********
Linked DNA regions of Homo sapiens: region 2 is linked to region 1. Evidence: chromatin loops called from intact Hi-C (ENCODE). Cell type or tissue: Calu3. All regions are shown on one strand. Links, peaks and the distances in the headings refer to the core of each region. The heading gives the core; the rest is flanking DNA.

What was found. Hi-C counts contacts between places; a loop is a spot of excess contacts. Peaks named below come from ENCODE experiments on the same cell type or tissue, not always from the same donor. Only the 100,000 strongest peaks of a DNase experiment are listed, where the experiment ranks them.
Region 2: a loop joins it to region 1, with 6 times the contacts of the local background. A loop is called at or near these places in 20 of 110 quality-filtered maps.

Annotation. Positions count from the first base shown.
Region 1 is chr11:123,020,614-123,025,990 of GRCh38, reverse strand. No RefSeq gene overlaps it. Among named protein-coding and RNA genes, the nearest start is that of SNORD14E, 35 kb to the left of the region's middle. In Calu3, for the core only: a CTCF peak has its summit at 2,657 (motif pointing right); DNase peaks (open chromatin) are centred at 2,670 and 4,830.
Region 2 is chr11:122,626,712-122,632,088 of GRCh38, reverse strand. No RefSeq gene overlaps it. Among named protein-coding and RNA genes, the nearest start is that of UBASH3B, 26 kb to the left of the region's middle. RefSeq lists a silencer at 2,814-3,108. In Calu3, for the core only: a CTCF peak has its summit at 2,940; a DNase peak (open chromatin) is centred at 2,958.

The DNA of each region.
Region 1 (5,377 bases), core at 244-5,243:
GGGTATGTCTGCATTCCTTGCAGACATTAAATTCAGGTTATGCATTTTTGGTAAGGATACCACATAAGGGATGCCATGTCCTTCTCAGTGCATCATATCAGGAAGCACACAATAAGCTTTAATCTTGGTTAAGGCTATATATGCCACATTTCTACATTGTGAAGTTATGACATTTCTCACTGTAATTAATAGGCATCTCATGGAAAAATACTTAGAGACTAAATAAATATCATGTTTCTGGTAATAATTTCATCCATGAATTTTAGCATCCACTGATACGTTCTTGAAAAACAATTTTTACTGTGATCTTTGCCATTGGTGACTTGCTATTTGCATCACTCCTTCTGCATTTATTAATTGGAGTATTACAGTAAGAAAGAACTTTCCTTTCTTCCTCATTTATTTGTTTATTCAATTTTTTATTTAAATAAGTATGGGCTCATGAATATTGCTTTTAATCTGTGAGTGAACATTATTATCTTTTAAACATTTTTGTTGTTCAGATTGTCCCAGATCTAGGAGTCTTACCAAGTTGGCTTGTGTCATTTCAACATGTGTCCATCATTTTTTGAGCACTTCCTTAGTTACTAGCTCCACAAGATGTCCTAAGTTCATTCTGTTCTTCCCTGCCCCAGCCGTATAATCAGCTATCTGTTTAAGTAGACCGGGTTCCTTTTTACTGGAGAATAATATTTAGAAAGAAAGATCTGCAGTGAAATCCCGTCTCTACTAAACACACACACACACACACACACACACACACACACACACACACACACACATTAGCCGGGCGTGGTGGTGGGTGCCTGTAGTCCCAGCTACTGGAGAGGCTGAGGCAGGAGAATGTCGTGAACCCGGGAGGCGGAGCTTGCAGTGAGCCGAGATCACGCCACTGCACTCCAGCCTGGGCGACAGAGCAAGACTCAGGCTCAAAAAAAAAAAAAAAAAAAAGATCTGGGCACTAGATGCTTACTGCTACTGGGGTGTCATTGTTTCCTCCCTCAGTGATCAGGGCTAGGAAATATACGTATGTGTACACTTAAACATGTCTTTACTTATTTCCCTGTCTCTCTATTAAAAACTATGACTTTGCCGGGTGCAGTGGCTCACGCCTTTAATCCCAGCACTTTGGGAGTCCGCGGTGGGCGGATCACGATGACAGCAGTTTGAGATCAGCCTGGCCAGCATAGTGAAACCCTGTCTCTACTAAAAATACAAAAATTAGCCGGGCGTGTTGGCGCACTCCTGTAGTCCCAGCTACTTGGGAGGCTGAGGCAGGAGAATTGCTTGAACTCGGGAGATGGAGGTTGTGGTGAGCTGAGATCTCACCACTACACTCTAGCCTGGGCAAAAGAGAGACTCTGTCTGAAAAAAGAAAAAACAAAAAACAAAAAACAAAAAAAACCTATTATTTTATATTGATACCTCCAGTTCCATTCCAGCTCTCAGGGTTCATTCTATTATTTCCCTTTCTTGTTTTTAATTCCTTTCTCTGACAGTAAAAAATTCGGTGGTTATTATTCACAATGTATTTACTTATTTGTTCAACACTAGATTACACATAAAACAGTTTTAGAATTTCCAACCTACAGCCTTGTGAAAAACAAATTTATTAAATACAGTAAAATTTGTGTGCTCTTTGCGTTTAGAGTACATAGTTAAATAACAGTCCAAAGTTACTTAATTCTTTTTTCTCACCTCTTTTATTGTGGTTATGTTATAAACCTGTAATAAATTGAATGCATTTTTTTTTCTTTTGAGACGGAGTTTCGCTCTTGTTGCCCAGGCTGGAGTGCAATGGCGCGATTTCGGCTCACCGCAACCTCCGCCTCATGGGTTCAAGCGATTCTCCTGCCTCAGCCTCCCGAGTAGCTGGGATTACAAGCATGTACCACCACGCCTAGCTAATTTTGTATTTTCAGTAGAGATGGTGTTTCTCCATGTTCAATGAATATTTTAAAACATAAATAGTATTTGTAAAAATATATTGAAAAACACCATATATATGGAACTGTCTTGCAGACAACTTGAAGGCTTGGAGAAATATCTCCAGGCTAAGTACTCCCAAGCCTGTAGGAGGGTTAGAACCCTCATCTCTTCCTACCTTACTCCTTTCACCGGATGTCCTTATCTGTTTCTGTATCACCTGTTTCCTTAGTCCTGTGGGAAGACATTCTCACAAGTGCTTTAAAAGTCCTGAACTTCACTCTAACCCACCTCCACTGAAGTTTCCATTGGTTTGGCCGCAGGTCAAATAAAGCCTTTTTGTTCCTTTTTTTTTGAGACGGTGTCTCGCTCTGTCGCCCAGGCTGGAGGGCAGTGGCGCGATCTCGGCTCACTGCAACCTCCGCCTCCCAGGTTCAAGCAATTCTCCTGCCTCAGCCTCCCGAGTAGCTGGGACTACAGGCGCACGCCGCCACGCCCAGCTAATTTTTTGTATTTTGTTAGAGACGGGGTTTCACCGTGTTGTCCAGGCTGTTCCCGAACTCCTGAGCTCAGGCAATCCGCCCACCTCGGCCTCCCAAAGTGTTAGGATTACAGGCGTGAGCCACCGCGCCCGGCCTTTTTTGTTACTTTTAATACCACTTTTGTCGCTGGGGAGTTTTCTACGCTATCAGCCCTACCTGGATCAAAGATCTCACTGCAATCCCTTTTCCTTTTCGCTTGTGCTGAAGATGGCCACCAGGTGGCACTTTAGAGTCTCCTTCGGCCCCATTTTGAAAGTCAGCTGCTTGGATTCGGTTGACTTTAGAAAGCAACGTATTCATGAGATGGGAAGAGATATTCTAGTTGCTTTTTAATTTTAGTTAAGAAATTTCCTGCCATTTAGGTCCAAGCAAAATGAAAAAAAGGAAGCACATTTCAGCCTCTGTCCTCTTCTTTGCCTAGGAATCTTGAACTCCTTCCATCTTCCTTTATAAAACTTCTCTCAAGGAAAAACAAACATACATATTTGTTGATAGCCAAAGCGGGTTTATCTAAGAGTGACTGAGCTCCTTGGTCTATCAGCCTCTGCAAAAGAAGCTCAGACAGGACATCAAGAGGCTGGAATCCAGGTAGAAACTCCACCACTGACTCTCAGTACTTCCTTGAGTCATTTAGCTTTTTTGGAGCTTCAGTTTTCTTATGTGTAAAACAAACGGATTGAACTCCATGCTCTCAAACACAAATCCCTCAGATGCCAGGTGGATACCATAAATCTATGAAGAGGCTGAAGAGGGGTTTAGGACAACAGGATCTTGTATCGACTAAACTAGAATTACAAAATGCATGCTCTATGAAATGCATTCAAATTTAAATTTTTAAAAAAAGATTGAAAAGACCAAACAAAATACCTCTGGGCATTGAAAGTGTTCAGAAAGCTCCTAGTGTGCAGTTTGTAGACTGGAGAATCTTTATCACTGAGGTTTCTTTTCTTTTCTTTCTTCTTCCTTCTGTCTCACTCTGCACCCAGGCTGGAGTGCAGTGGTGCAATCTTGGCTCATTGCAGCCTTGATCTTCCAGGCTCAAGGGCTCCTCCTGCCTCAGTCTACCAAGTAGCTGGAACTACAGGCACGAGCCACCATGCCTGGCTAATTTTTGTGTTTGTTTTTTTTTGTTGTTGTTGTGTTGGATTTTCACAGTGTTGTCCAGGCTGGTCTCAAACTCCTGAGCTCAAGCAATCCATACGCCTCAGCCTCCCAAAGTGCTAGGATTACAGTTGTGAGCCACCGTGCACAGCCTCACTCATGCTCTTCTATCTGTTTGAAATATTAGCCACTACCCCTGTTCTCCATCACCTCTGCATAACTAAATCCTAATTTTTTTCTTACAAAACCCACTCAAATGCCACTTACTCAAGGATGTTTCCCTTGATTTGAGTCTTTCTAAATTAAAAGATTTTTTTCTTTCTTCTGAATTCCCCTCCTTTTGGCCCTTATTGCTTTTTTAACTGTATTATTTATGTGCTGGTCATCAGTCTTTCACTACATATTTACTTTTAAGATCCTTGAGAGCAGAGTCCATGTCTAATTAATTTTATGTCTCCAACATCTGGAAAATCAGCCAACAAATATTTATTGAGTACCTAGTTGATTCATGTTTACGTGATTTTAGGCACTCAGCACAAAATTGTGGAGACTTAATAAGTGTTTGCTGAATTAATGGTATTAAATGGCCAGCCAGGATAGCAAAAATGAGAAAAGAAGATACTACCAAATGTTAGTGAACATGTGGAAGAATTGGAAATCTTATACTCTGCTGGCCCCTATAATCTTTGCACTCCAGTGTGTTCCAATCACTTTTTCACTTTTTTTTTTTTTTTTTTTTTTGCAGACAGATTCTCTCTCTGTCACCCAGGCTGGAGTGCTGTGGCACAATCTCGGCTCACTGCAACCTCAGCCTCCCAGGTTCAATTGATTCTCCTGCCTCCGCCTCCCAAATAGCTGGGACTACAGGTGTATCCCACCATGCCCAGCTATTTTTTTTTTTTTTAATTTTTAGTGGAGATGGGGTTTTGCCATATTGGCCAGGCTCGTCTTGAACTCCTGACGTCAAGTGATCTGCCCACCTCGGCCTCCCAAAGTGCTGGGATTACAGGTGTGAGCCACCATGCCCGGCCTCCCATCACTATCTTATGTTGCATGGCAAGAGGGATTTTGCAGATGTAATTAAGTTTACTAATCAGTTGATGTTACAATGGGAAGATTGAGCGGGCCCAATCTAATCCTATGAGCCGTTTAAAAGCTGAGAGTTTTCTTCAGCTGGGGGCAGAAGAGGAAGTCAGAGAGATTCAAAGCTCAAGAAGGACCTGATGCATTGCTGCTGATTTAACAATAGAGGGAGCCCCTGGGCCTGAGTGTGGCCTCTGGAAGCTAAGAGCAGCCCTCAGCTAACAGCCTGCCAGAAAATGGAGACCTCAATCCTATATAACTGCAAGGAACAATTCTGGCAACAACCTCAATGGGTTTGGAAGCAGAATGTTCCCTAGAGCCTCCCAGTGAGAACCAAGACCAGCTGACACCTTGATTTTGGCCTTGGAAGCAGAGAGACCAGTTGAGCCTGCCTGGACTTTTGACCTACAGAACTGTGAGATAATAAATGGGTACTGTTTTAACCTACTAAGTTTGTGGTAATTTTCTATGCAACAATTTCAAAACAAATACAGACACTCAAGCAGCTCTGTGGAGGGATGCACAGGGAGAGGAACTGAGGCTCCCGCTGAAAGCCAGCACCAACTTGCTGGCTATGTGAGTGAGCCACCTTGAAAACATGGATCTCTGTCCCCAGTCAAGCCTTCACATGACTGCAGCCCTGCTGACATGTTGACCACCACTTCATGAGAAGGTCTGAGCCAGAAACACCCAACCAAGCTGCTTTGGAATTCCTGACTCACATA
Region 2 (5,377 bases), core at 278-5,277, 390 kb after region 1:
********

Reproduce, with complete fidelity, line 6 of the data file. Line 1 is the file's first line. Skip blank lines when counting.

Region 2 is chr11:122,626,712-122,632,088 of GRCh38, reverse strand. No RefSeq gene overlaps it. Among named protein-coding and RNA genes, the nearest start is that of UBASH3B, 26 kb to the left of the region's middle. RefSeq lists a silencer at 2,814-3,108. In Calu3, for the core only: a CTCF peak has its summit at 2,940; a DNase peak (open chromatin) is centred at 2,958.